The Absence of Light Causes Darkness
Not voting is a vote. Not speaking up is condoning the status quo. Doing nothing is the same as doing something. The absence of light causes darkness. We all know these basic tenets yet practical application can be tricky because reality is grayer than simple clichés make it out to be.
Executives at Commodore Perry Federal Credit Union have alleged that an NCUA examiner made inappropriate comments to employees of the credit union, and once they complained their exam score was dropped. The NCUA so far has declined the credit union’s appeal of the exam score saying the exam was conducted following the agency’s policies and procedures.
The Supervisory Review Committee will be hearing the extraordinary appeal Nov. 7, possibly as you’re reading this. On the agency’s web page explained the SRC, it states that the committee is only to be used when the issue cannot be resolved informally, which is how the NCUA board expects disputes to be handled. On one hand, it makes sense not to make a big stink with people you have to associate with professionally. On the other hand, it also implies a keep it in-house mentality.
The SRC, which codifies a 1994 law, required the NCUA to establish an “independent, intra-agency appellate process to review material supervisory determinations.” These determinations include CAMEL ratings of 3, 4, or 5 and its components, loan-loss reserve provision adequacy, loan classifications for loans considered significant, revocation of RegFlex and denial of technical assistance grants.
The committee is made up of three NCUA staff members named by the NCUA chairman. Currently, the SRC members are Joy Lee, senior FFIEC adviser to the chairman; Gerard Poliquin, trial attorney; and Judy Graham, program officer.
First, by definition the SRC is not independent because it is intra-agency. Safeguards are in place to keep certain positions from serving on the board, including regional directors, the executive director or board members’ political appointees.
The process should be more transparent and independent. The NCUA won’t even divulge which examiners examine which credit unions. When Credit Union Times reported the name of the SRC chairman, provided by the NCUA executive director, we were asked to remove it from our website. The agency’s unwillingness to shine a light on this process seems to imply 1) they don’t want credit unions to use it and 2) they don’t want people to know what is happening with it.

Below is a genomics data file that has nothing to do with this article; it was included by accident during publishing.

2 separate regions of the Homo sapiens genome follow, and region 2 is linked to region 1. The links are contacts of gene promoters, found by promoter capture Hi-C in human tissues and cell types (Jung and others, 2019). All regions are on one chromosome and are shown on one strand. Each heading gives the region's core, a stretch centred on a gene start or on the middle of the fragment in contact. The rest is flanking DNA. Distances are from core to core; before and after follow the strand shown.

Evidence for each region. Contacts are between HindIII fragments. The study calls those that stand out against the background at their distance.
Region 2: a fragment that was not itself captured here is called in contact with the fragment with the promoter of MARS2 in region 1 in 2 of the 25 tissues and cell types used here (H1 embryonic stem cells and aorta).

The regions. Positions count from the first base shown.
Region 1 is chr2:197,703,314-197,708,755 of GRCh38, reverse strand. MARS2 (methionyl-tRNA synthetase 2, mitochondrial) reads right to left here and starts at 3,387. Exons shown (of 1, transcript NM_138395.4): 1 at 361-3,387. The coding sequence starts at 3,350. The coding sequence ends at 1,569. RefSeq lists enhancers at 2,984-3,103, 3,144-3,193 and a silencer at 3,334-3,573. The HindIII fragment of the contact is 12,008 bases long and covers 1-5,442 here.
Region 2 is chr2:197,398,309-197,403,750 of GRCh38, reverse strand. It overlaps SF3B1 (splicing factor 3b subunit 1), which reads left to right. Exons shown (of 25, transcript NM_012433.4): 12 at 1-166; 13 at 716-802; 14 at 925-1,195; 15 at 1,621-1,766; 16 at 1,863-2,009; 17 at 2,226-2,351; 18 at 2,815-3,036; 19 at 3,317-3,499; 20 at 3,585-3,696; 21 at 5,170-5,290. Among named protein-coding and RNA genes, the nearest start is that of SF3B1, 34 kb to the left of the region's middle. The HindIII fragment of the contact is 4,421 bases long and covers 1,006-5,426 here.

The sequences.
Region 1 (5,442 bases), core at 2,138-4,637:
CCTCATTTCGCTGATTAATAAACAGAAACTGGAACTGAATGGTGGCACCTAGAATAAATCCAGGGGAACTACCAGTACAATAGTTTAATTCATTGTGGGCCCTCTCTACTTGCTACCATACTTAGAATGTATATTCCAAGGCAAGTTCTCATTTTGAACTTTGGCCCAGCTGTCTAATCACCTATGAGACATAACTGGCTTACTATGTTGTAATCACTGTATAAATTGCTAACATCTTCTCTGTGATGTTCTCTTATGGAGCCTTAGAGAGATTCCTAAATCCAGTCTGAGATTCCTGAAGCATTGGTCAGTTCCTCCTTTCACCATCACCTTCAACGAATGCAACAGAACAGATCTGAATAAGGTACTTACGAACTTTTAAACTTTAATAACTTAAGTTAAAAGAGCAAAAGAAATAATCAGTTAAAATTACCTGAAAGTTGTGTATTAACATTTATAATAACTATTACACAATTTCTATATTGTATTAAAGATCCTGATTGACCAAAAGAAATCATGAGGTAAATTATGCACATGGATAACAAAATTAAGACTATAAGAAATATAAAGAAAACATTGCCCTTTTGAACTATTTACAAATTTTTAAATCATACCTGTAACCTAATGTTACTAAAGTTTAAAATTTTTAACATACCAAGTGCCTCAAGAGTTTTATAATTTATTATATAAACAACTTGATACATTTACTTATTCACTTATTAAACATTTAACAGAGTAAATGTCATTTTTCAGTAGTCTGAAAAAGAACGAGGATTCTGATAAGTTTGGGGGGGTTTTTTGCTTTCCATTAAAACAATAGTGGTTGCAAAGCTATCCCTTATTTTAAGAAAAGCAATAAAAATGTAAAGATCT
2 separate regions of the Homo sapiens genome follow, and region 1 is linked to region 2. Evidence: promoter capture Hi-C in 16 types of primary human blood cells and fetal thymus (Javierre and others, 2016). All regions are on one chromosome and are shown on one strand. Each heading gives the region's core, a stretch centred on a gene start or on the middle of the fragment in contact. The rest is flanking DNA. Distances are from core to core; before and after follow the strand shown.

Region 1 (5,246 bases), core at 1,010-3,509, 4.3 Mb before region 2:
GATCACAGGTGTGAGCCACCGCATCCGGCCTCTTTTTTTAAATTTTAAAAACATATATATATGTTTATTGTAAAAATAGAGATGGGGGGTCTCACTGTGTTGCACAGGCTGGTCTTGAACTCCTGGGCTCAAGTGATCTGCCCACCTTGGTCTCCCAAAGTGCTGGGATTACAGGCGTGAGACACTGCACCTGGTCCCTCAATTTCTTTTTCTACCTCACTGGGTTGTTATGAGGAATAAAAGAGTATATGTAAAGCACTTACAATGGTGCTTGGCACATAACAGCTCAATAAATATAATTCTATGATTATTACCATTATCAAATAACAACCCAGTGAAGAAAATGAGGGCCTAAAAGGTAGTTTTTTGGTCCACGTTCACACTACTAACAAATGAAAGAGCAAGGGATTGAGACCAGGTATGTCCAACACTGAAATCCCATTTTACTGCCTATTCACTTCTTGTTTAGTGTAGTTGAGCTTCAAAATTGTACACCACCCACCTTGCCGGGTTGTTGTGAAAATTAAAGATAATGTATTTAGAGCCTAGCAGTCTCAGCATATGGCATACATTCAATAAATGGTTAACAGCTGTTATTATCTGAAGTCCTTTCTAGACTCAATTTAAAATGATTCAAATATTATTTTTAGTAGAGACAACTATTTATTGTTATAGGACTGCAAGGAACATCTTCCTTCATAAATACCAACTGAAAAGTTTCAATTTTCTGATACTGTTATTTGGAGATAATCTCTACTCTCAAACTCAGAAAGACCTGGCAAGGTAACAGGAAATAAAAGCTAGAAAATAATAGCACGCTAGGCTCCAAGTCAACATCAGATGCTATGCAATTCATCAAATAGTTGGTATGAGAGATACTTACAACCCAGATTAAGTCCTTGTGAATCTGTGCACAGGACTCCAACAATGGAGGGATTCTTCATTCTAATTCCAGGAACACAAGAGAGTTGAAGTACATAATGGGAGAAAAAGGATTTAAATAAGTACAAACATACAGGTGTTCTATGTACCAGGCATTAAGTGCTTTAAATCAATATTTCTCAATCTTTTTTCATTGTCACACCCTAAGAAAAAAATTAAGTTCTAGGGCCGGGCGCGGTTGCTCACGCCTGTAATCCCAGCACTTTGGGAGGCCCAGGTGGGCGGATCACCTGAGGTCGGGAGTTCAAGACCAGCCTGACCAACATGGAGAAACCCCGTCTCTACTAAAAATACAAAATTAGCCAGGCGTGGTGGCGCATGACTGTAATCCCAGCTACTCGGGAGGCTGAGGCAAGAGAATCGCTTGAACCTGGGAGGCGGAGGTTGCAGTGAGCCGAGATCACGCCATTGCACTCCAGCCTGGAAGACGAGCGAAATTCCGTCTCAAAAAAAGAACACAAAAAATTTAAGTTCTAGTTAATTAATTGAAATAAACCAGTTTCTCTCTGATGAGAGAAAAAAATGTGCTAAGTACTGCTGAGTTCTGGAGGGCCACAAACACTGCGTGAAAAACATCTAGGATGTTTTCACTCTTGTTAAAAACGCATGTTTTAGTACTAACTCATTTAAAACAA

In all previous cases before the SRC–just four since its inception–it ruled against the credit union. All arrows indicate it’s not independent, it’s not known about or well understood, and credit unions are discouraged from using it.
Commodore Perry may very well have deserved the CAMEL score decrease, but without transparency no one will know. Obviously, in some parts of the agency’s work discretion is required, but it also can hide personal or political matters affecting operations behind the scenes. The primary issue at this credit union, as I understand it, is the ever-subjective M, as it is at other credit unions like SECU. Note that both institutions are in Region III. The same region–same state even–that brought us St. Paul Croatian FCU, believed to be the largest natural person credit union loss in history at $170 million. The same region responsible for examining New London FCU, dinging the industry for more than $12 million.
But what’s being lost in the shuffle is the initial issue. The question is whether the agency is willing to seriously consider the allegations of sexual harassment that have been made by Commodore Perry employees. The accused examiner would be covered by the National Treasury Employees Union. The OIG report was not made public as of press time but that appeal had already been dismissed.
On a separate note, out thoughts are with the victims of Hurricane Sandy. Credit union professionals and volunteers and many others are serving as heroes during this time of crisis. We applaud you all.